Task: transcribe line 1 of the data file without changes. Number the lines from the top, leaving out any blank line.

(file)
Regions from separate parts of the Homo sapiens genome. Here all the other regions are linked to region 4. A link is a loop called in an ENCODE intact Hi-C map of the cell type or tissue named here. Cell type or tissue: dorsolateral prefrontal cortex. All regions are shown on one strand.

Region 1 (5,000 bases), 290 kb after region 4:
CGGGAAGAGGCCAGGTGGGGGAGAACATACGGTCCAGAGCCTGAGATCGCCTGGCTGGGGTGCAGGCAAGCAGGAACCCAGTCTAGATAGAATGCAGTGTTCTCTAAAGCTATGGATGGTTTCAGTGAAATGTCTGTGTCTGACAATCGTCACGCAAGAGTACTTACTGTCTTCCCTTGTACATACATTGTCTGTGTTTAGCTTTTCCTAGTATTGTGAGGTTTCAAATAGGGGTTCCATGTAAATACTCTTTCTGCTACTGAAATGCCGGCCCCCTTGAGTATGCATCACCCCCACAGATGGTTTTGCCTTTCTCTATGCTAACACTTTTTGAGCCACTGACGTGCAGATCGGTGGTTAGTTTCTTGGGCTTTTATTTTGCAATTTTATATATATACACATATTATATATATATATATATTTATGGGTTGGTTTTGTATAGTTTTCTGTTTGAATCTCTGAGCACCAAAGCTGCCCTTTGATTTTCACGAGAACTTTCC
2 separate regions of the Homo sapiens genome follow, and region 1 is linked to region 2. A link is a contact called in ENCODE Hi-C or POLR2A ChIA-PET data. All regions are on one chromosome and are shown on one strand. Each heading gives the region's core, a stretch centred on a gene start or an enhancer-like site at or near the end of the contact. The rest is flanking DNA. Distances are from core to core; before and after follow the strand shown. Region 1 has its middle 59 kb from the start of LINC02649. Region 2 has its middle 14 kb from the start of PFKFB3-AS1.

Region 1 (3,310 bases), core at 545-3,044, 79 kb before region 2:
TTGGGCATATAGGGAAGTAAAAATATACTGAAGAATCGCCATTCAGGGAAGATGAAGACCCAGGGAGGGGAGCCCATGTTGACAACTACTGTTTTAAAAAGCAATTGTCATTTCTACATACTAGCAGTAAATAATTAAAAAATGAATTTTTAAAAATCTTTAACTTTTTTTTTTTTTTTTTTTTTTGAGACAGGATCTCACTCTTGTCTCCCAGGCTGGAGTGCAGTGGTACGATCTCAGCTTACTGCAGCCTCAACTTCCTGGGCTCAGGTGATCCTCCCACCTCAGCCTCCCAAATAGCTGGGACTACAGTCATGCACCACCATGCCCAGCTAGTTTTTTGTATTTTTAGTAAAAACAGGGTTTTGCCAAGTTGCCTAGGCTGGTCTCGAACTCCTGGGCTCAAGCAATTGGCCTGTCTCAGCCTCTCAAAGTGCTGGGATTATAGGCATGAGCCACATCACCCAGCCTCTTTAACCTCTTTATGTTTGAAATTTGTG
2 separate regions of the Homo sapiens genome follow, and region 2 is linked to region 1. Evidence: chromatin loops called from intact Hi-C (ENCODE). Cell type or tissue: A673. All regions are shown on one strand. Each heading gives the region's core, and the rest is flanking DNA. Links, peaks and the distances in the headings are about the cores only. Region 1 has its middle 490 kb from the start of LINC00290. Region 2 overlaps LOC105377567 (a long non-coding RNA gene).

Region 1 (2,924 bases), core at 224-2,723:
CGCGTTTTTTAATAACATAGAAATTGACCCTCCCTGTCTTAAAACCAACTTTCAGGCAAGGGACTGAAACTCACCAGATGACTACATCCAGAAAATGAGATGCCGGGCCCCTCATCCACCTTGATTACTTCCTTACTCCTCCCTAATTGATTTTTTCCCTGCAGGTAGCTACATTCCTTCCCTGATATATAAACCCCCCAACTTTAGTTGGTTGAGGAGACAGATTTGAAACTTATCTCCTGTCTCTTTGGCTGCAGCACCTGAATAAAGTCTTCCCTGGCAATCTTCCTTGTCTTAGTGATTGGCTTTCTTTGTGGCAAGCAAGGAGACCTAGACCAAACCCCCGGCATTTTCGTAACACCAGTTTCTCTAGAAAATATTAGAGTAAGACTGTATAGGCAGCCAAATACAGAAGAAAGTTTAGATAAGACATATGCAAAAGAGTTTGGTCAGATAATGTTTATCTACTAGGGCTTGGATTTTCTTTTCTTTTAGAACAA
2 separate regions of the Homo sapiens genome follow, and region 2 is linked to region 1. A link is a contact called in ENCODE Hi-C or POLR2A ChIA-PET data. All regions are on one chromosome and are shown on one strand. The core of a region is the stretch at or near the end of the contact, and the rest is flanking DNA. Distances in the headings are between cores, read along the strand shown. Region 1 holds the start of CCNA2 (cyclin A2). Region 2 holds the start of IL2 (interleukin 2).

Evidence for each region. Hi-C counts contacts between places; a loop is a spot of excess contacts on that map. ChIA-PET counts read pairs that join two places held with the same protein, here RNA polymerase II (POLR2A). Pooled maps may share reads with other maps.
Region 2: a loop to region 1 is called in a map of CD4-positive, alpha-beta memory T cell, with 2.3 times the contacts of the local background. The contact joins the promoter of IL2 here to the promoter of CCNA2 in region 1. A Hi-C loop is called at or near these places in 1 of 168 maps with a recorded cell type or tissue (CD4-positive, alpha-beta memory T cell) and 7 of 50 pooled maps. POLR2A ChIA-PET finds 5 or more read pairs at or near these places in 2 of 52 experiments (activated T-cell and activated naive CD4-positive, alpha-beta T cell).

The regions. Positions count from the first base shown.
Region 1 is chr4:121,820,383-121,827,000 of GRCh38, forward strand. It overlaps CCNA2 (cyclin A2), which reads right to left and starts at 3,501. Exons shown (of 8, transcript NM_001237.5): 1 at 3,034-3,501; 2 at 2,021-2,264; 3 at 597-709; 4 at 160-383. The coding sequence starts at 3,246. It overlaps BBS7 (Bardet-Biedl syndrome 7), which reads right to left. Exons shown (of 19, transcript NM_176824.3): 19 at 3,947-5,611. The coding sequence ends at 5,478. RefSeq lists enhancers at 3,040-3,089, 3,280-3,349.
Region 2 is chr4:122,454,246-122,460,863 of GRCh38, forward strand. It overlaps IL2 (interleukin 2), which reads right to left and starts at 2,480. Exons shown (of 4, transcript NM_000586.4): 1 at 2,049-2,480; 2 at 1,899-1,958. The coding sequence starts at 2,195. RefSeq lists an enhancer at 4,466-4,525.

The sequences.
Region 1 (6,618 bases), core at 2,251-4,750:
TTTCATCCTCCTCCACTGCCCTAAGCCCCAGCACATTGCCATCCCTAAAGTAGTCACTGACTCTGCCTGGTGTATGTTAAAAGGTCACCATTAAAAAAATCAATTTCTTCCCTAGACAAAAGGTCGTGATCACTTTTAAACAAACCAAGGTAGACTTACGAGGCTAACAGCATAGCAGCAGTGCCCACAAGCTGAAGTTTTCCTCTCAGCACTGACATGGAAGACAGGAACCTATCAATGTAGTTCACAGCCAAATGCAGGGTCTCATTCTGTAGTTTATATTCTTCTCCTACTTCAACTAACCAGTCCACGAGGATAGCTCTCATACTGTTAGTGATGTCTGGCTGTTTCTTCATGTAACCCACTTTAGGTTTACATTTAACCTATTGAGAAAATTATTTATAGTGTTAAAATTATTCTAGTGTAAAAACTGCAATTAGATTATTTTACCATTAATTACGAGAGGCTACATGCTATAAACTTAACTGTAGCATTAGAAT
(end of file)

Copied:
Regions from separate parts of the Homo sapiens genome. Here all the other regions are linked to region 4. A link is a loop called in an ENCODE intact Hi-C map of the cell type or tissue named here. Cell type or tissue: dorsolateral prefrontal cortex. All regions are shown on one strand.